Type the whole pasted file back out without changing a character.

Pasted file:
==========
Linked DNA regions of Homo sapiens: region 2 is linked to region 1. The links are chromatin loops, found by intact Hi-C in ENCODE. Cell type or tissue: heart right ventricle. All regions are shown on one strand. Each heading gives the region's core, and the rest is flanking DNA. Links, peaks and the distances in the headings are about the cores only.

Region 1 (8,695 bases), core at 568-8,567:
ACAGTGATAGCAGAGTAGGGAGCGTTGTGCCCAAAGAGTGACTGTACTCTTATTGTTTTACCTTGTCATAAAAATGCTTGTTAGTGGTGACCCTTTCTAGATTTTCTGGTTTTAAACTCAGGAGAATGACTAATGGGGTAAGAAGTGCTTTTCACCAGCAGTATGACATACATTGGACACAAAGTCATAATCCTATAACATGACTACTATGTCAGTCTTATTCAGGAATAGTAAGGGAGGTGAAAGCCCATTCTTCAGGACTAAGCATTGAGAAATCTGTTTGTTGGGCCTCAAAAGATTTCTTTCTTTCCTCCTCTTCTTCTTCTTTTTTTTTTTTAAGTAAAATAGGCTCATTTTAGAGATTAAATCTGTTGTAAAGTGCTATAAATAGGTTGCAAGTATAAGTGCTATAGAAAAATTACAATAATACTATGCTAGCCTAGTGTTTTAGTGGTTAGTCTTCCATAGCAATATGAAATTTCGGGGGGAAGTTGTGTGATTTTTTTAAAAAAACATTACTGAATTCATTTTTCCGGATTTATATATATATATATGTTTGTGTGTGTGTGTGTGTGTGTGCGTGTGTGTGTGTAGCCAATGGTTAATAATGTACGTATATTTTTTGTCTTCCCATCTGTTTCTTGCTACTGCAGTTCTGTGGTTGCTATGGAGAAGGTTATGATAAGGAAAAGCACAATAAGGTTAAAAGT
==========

Linked DNA regions of Homo sapiens: region 2 is linked to region 1. The links are chromatin loops, found by intact Hi-C in ENCODE. Cell type or tissue: heart right ventricle. All regions are shown on one strand. Each heading gives the region's core, and the rest is flanking DNA. Links, peaks and the distances in the headings are about the cores only.

Region 1 (8,695 bases), core at 568-8,567:
ACAGTGATAGCAGAGTAGGGAGCGTTGTGCCCAAAGAGTGACTGTACTCTTATTGTTTTACCTTGTCATAAAAATGCTTGTTAGTGGTGACCCTTTCTAGATTTTCTGGTTTTAAACTCAGGAGAATGACTAATGGGGTAAGAAGTGCTTTTCACCAGCAGTATGACATACATTGGACACAAAGTCATAATCCTATAACATGACTACTATGTCAGTCTTATTCAGGAATAGTAAGGGAGGTGAAAGCCCATTCTTCAGGACTAAGCATTGAGAAATCTGTTTGTTGGGCCTCAAAAGATTTCTTTCTTTCCTCCTCTTCTTCTTCTTTTTTTTTTTTAAGTAAAATAGGCTCATTTTAGAGATTAAATCTGTTGTAAAGTGCTATAAATAGGTTGCAAGTATAAGTGCTATAGAAAAATTACAATAATACTATGCTAGCCTAGTGTTTTAGTGGTTAGTCTTCCATAGCAATATGAAATTTCGGGGGGAAGTTGTGTGATTTTTTTAAAAAAACATTACTGAATTCATTTTTCCGGATTTATATATATATATATGTTTGTGTGTGTGTGTGTGTGTGTGCGTGTGTGTGTGTAGCCAATGGTTAATAATGTACGTATATTTTTTGTCTTCCCATCTGTTTCTTGCTACTGCAGTTCTGTGGTTGCTATGGAGAAGGTTATGATAAGGAAAAGCACAATAAGGTTAAAAGT